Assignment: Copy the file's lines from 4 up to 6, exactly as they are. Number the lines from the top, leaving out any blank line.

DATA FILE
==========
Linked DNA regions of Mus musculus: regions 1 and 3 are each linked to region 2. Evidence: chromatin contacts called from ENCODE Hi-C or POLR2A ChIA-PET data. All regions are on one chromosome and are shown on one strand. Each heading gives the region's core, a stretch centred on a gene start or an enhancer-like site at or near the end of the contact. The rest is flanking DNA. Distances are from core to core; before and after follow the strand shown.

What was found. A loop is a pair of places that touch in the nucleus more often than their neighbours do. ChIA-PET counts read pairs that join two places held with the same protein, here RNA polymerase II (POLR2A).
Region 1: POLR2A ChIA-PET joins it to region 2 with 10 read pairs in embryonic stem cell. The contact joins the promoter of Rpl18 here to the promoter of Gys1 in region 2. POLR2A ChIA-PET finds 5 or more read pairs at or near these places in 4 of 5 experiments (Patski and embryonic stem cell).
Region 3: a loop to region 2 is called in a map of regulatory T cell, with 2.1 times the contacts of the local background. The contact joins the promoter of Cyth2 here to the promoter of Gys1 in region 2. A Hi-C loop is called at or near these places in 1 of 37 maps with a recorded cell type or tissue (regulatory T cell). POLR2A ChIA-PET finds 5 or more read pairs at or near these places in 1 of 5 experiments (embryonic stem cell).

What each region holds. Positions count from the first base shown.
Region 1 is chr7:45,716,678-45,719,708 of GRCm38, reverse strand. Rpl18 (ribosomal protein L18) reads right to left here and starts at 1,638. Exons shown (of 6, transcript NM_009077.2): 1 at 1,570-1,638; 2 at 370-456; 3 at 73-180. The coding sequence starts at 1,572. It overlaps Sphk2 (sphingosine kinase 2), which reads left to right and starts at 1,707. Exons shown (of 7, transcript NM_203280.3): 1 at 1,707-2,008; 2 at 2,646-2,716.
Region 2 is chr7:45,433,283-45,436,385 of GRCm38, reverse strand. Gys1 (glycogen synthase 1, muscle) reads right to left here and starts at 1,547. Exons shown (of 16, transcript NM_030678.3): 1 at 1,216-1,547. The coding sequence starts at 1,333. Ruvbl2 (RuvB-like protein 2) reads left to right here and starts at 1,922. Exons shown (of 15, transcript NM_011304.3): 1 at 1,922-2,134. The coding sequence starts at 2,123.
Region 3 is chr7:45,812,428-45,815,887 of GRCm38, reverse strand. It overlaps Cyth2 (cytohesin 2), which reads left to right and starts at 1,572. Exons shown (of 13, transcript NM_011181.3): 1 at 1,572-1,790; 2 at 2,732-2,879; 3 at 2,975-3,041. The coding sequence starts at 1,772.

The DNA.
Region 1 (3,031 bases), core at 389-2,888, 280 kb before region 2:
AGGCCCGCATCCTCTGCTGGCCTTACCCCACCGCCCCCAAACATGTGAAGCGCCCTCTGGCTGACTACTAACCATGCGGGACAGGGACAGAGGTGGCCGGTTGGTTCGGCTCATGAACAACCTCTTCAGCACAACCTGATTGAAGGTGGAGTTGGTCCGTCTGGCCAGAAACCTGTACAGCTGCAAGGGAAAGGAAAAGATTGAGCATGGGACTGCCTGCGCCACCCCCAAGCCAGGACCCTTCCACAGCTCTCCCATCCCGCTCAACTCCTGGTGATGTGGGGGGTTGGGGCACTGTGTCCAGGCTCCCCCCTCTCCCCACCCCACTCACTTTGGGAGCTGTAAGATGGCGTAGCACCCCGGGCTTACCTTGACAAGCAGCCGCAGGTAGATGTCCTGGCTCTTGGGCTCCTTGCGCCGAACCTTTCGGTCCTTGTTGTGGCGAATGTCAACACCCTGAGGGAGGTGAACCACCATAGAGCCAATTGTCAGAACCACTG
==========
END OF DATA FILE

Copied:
Region 3: a loop to region 2 is called in a map of regulatory T cell, with 2.1 times the contacts of the local background. The contact joins the promoter of Cyth2 here to the promoter of Gys1 in region 2. A Hi-C loop is called at or near these places in 1 of 37 maps with a recorded cell type or tissue (regulatory T cell). POLR2A ChIA-PET finds 5 or more read pairs at or near these places in 1 of 5 experiments (embryonic stem cell).

What each region holds. Positions count from the first base shown.
Region 1 is chr7:45,716,678-45,719,708 of GRCm38, reverse strand. Rpl18 (ribosomal protein L18) reads right to left here and starts at 1,638. Exons shown (of 6, transcript NM_009077.2): 1 at 1,570-1,638; 2 at 370-456; 3 at 73-180. The coding sequence starts at 1,572. It overlaps Sphk2 (sphingosine kinase 2), which reads left to right and starts at 1,707. Exons shown (of 7, transcript NM_203280.3): 1 at 1,707-2,008; 2 at 2,646-2,716.